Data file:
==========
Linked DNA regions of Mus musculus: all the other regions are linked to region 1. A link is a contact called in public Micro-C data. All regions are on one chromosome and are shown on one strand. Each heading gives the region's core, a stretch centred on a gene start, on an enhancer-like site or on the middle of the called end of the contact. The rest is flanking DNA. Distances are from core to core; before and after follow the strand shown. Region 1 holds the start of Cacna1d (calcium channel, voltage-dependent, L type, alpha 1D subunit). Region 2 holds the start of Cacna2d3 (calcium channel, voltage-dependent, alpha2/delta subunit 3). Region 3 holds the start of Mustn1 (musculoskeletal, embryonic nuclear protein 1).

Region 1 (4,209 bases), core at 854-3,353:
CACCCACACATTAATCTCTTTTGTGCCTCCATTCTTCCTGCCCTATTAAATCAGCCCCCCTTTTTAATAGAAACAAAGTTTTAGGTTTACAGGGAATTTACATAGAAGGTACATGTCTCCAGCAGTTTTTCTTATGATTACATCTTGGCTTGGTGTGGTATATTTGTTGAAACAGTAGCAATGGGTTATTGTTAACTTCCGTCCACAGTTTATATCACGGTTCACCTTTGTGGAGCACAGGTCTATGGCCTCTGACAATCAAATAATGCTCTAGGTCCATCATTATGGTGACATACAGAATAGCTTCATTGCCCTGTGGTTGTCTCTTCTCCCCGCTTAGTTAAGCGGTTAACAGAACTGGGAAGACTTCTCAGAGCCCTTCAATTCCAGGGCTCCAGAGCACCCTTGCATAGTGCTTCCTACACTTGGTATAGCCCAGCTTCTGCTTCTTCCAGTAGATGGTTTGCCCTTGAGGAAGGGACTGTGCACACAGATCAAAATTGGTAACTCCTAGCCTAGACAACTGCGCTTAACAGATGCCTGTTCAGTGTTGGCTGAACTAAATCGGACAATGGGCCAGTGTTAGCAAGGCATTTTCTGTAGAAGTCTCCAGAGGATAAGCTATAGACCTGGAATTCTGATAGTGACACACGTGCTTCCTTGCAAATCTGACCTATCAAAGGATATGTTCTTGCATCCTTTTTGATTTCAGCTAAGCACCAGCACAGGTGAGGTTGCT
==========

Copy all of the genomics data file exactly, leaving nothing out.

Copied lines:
Linked DNA regions of Mus musculus: all the other regions are linked to region 1. A link is a contact called in public Micro-C data. All regions are on one chromosome and are shown on one strand. Each heading gives the region's core, a stretch centred on a gene start, on an enhancer-like site or on the middle of the called end of the contact. The rest is flanking DNA. Distances are from core to core; before and after follow the strand shown. Region 1 holds the start of Cacna1d (calcium channel, voltage-dependent, L type, alpha 1D subunit). Region 2 holds the start of Cacna2d3 (calcium channel, voltage-dependent, alpha2/delta subunit 3). Region 3 holds the start of Mustn1 (musculoskeletal, embryonic nuclear protein 1).

Region 1 (4,209 bases), core at 854-3,353:
CACCCACACATTAATCTCTTTTGTGCCTCCATTCTTCCTGCCCTATTAAATCAGCCCCCCTTTTTAATAGAAACAAAGTTTTAGGTTTACAGGGAATTTACATAGAAGGTACATGTCTCCAGCAGTTTTTCTTATGATTACATCTTGGCTTGGTGTGGTATATTTGTTGAAACAGTAGCAATGGGTTATTGTTAACTTCCGTCCACAGTTTATATCACGGTTCACCTTTGTGGAGCACAGGTCTATGGCCTCTGACAATCAAATAATGCTCTAGGTCCATCATTATGGTGACATACAGAATAGCTTCATTGCCCTGTGGTTGTCTCTTCTCCCCGCTTAGTTAAGCGGTTAACAGAACTGGGAAGACTTCTCAGAGCCCTTCAATTCCAGGGCTCCAGAGCACCCTTGCATAGTGCTTCCTACACTTGGTATAGCCCAGCTTCTGCTTCTTCCAGTAGATGGTTTGCCCTTGAGGAAGGGACTGTGCACACAGATCAAAATTGGTAACTCCTAGCCTAGACAACTGCGCTTAACAGATGCCTGTTCAGTGTTGGCTGAACTAAATCGGACAATGGGCCAGTGTTAGCAAGGCATTTTCTGTAGAAGTCTCCAGAGGATAAGCTATAGACCTGGAATTCTGATAGTGACACACGTGCTTCCTTGCAAATCTGACCTATCAAAGGATATGTTCTTGCATCCTTTTTGATTTCAGCTAAGCACCAGCACAGGTGAGGTTGCT